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AFSK and microphone signals both go through the mike preamp and speech processor; the DATA input bypasses both.

The MIC GAIN pot does control all three input levels.

(as a note, you can tap preamped/processed audio OUT of the DATA IN connection, since it is just a tap on the output of the preamp/processor. This is also the feed into the FM modulator. But NOTE that the MIC GAIN pot doesn't adjust the mic gain on FM - there is a separate tweaker for that.)

TS-440S modification to use antenna tuner

Remove case from rig. Remove (4) screws that holds antenna tuner in place. Next slide antenna tuner out to get to the coax connections. Remove the in coax attached to antenna tunerfrom FO connector on filter unit (X51-1340-00). Remove coax from out connector on antenna tuner and install in FO CONNECTOR ON FILTER UNIT. Unplug and remove switch unit

(X41-1610-00 N-14) from rig.

Remove short wire from antenna connector to PC BOARD. Cut coax on the in connector of antenna tuner in half and connect cut end to switch unit PC BOARD Where short antenna wire was removed and shield to ground. Solder other half of coax to antenna connector and shield to ground, and plug other end into out conector of antenna tuner. Your still have control of antenna tuner with auto and thru switch. It works very well. Maybe someone can use this idea.

TS-440S display calibration

I found there was some shift in the reference oscillator frequency of my TS-440S. This can be noticed and corrected as follows:

1. Remove the top and bottom covers from thd radio.

2. Do not disconnect the speaker cable.

3. Connect the supplied calibration cable between RF Unit and PLL unit, as shown in "Kenwood TS-440S Instruction

Manual" on Page 24 in Section 5-8-3.

4. Set VFO A to 10.001.00 MHz LSB and VFO B to 9.999.00 MHz USB.

5. Pushing the A/B function button, you can have different audio signals, if that 36 MHz reference oscillator is miwadjusted.

6. Using a small flat bladed scredriver, adjust trimmer capacitor TC1, near connector 8 of the PLL Unit (the location shown in Instruction Manual in the same section as above) until those audio frequencies from VFO's A and B are equal.

7. Disconnect the calibration cable and reassemble the radio. This procedure can be done by ear with good accuracy without any measuring equipment. WWV is too weak here in Finland to use it as comparative signal for the procedured described in "Instruction Manual", Section 5-8-3. http://www.kb2ljj.com/data/kenwood/ts-440.htm (9 di 33)01/09/2009 0.07.16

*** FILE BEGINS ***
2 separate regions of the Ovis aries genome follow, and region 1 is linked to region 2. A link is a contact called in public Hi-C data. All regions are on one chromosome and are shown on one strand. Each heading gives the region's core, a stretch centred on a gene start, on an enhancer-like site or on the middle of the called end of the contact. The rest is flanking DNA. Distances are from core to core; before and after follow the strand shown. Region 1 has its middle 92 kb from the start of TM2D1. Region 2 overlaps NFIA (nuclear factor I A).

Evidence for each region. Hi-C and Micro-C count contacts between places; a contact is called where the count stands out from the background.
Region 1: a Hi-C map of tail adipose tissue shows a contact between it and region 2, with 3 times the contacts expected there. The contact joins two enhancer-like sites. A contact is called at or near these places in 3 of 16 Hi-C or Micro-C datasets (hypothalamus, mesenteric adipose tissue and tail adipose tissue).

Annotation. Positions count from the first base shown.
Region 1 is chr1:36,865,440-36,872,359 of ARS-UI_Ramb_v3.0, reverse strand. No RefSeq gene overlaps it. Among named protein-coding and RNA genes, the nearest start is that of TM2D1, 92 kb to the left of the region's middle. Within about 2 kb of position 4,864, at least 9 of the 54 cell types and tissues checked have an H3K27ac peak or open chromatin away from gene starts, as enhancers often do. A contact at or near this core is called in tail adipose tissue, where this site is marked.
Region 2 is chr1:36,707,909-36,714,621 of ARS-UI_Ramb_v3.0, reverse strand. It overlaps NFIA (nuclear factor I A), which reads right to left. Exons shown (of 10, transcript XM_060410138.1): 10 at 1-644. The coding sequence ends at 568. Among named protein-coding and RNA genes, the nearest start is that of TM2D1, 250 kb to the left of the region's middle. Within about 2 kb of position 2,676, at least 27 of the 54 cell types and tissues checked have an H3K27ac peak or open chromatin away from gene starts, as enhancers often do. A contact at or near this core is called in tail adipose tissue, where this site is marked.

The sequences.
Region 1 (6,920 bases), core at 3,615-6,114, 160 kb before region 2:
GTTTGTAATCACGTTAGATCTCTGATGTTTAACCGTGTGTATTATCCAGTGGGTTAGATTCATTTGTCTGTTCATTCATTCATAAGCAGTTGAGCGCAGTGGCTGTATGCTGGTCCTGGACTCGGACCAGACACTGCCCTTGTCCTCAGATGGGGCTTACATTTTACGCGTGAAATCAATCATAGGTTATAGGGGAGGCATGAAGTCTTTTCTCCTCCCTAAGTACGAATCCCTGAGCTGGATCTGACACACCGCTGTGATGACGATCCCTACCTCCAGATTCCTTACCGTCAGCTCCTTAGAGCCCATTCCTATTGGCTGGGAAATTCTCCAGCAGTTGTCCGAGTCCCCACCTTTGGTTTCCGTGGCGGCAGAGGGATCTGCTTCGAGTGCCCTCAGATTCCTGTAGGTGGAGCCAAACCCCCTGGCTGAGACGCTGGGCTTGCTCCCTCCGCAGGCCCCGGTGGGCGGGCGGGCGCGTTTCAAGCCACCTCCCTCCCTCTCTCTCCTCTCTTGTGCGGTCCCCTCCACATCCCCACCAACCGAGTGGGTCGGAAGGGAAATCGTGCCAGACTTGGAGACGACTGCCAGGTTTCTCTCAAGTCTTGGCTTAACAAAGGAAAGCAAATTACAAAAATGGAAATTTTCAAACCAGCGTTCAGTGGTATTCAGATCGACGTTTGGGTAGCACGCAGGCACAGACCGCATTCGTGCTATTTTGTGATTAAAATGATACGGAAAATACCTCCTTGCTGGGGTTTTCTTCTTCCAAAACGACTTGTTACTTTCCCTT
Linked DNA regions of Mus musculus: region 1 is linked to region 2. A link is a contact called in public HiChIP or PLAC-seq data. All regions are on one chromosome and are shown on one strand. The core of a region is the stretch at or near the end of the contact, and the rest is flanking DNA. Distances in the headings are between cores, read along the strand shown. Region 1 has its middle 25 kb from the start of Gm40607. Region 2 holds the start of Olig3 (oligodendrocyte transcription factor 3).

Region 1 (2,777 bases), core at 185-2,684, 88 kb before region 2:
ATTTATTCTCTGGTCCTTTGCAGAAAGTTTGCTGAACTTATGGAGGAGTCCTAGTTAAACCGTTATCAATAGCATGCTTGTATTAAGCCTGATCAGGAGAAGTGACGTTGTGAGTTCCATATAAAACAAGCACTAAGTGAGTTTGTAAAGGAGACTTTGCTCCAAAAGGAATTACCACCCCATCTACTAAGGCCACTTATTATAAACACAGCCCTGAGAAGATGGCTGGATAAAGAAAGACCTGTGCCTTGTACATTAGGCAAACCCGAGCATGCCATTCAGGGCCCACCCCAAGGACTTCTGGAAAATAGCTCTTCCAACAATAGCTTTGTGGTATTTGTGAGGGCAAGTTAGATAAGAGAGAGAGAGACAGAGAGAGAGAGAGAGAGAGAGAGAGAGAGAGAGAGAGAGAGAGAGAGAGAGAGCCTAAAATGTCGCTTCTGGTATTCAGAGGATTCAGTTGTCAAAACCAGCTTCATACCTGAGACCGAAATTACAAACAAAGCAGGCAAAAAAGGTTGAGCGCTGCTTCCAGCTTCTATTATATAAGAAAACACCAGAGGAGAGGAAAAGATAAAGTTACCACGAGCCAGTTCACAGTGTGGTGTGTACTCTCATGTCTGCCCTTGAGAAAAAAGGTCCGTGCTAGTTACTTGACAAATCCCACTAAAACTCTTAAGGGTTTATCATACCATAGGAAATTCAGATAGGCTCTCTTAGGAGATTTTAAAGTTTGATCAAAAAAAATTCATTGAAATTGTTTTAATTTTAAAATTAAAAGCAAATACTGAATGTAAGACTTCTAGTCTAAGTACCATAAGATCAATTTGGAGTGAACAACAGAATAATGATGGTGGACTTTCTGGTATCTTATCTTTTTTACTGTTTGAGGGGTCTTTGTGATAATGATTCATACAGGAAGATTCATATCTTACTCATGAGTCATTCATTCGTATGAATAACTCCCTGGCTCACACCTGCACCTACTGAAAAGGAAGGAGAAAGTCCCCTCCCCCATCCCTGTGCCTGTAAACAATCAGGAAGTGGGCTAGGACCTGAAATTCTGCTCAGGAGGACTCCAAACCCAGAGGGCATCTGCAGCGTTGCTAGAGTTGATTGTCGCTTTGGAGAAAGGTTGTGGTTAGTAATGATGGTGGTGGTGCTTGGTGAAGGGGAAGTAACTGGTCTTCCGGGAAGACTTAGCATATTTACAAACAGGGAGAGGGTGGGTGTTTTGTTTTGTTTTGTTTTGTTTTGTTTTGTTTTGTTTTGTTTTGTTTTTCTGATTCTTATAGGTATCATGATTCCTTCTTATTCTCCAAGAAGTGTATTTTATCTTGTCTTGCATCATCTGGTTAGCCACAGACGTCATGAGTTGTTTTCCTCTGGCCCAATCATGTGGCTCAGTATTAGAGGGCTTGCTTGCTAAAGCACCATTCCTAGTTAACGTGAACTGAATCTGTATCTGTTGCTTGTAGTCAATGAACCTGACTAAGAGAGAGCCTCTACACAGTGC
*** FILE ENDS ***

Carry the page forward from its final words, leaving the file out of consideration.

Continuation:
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Connection of the KENWOOD TS440S to a DATA

Connection of the KENWOOD TS440S to a DATA terminal such as a Kantronics KAM using the rear ACC2 13 pin jack.

____ 4 3 2 1

GROUND ___ |

|____ 8 7 6 5

|

|___ 12 11 10 9____________

/ |

MIC ____________/ 13 |

| |

| |

\_/ \_/

===== =====

| |

|___________________|

|

|

|

|

PTT

Pins | Application

-----------------------------------------------------------------

3 Data output - not used as the level is very low

the prefered connection is via the speaker output

this also allows fine adjustment of level to

enable best decoding. (A switch on the speaker to

'mute' it when required is a good idea.)

4 Ground - you may have to experiment with these

8 connections to eliminate RF feedback and noise.

12 Here they are all strapped.

9 Mic mute - prevents audio pickup from the mic when

earthed. By connecting to the PTT line as shown

through a diode automatically MUTES the mic when

using data. When the front panel PTT or MIC PTT

are used the microphone is 'live'.

13 Standby - PTT which when taken to ground puts the set

'on air'. By connecting through a diode as shown

doesn't affect the PTT operation but allows auto

mic muting.

The diodes used can be virtually anything, here they are IN4148.

The INPUT audio to pin 11 must be quite a high level. If using a KAM you are certainly going to have to change the HF

LEVEL JUMPER in the KAM. The level of the KAM as shipped suites connection to the FRONT PANEL MIC but not the rear connector, you can however correct this with the jumper. People using the PK232 have complained of NO TX

AUDIO, I suspect the level is so low that only local minitoring will show a level present.

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Kenwood Computer Interface Instructions

These Instructions are TS-440 specific, but the basics also apply to the TS-940, TS-811 and TS-711.

It is possible to save yourself a few dollars and lose nothing in quality by buying the parts to upgrade your Kenwood radio for computer control. Just purchase the parts were you find them and install them using the instructions in the Radio's

Manual.

IC 54 is a uPD-8251-AC Serial Communications Interface.

Commonly called an 8251A ($1.89 Mail Order)

IC 55 is a TC-4040-BP 12 Stage CMOS Divider.

Commonly called a 4040 ($0.69 Mail Order)

The IC-10 Interface Kit from Kenwood Contains ONLY these two parts and less instructions than are in this file. The only thing you are going to miss, is the $22+ price tag on the IC-10 Kit.